You already know what you're in for if you sit down to watch a movie called, simply enough, Spiders. (Doubly so if the film happens to be also known as Spiders 3D.) You're going to get a plot that's been old hat since about 1958, a bunch of airy narrative wheel-spinning that exists mainly to stretch a few crazy spider sequences into a feature-length film, and (obviously) a bunch of spiders running amok and attaching themselves to all sorts of unfortunate people. In the case of Tibor Takacs' half-draggy and half enjoyably stupid Spiders 3D, you'll get all of that and more. Or less, depending on how you approach goofy monster movies about gigantic mutated spiders.
There's only so much charity one can afford to such a plainly low-shooting piece of B-movie silliness, but at its best moments Spiders (3D) does manage to evoke the mutated creatures flicks of the '50s and '60s. Unfortunately screenwriter Joseph Farrugia and schlock veteran Tibor Takacs seem willing to coast solely on the wackiness of their premise instead of on their follow-through. Long story short: mutated space spiders that are the communists' fault have crashed into a New York subway that looks a lot like an alleyway in Bulgaria. After about 55 minutes of character development, plot set-up, and a few additional moments of blather tossed in for good measure, we get a few eye-tickling moments of ultra-arachnid movie madness. But if you've already seen a few movies like this, then you've already seen most of what Spiders has to offer. (Hell, this isn't even the first movie called "Spiders" to pop out of this production company.)
One solid measure of a C-grade B-movie about mega-spiders can often be found in its cast, and at least this time around we're offered familiar faces like Patrick Muldoon (Starship Troopers), Christa Campbell (Mansquito), and William Hope (Aliens). Spiders offers very little that's new and even less that's particularly clever, but at least the performers approach the material with a small dash of humor. Hey, in a movie this familiar, every little asset helps a bit.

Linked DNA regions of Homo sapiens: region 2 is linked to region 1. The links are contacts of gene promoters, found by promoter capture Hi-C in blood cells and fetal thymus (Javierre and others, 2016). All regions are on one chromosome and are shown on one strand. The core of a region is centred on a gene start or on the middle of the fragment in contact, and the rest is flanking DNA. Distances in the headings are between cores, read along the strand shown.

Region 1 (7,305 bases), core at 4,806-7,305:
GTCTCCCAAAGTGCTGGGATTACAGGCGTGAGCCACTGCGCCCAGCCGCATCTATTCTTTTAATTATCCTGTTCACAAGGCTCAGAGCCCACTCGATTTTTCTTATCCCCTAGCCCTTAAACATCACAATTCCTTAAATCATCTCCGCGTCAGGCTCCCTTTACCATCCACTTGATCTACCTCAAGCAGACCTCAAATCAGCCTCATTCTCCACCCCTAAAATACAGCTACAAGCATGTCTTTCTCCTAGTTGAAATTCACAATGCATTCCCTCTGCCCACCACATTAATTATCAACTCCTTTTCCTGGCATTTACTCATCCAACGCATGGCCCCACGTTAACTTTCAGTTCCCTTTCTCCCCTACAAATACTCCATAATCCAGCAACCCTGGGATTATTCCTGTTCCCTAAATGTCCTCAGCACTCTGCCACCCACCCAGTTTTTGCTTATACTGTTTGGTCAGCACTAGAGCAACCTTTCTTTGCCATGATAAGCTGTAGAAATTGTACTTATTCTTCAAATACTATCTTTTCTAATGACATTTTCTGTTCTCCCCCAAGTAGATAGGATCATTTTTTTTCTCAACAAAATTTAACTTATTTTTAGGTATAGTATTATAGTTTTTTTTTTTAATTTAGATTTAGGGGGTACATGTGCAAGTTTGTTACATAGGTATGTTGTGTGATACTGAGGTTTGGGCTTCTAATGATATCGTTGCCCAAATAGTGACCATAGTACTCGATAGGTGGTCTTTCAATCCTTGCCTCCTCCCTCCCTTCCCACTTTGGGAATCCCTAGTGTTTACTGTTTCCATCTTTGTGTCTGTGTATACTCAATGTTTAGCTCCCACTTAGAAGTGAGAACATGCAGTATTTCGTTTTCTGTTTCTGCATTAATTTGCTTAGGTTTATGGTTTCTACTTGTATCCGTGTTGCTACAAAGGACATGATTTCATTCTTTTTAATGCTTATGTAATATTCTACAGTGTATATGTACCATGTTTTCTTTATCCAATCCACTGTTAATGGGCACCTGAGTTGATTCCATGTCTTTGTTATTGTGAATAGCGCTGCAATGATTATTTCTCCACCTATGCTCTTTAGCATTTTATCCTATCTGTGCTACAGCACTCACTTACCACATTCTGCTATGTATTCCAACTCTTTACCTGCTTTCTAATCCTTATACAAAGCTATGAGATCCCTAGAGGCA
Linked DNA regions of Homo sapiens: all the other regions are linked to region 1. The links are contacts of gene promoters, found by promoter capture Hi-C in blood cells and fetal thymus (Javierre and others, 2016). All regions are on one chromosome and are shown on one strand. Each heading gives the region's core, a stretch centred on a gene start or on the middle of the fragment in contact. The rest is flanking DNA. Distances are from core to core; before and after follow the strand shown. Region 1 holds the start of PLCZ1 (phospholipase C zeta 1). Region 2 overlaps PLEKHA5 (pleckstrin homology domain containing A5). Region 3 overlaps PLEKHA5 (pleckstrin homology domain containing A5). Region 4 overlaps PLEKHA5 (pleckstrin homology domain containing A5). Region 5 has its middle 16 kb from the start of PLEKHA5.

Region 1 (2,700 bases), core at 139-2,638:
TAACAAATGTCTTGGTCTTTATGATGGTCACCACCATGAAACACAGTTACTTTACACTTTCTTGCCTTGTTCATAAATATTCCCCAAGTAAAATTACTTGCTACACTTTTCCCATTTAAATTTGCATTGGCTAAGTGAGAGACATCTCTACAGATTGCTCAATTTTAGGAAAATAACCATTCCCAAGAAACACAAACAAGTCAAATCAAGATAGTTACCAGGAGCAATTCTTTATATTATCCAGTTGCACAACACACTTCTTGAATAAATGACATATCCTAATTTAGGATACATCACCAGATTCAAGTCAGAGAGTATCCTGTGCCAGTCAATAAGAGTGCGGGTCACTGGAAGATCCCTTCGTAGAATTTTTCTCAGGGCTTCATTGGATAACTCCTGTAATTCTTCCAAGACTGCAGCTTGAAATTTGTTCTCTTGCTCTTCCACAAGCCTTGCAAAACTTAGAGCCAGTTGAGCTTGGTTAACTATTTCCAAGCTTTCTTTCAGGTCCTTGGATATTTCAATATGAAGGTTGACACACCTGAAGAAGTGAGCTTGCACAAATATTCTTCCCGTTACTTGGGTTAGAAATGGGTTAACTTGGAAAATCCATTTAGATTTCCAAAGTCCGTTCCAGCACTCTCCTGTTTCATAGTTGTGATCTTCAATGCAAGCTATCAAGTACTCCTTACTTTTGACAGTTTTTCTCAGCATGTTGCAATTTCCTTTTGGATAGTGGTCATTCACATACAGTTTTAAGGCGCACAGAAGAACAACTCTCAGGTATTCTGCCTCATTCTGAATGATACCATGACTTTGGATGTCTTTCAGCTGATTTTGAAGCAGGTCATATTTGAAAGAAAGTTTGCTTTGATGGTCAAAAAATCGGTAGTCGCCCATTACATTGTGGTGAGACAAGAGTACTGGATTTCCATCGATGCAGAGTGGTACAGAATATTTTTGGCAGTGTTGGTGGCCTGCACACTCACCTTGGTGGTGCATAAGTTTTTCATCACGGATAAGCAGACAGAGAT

For all its Lifetime-worthy subplots and pointless deliveries of exposition about where the damn spiders come from, it's hard to deny that Spiders does deliver some amusing moments once all the chit-chat is finished with. The special effects range from plainly clunky to unexpectedly impressive from shot to shot, but the moments of mayhem offer some energy and creativity that most of the flick's first half desperately needs. In that respect, Spiders (3D) is indeed a lot like the "giant sorta insect!" movies of the '50s "Red Scare" era: simplistic politics; numerous scenes of set-ups and explanations, and then a handful of crazy sequences that you'll probably enjoy if you actually dig movies called, well, Spiders. It's only slightly better than a SyFy Channel movie, but you watch those too, I bet.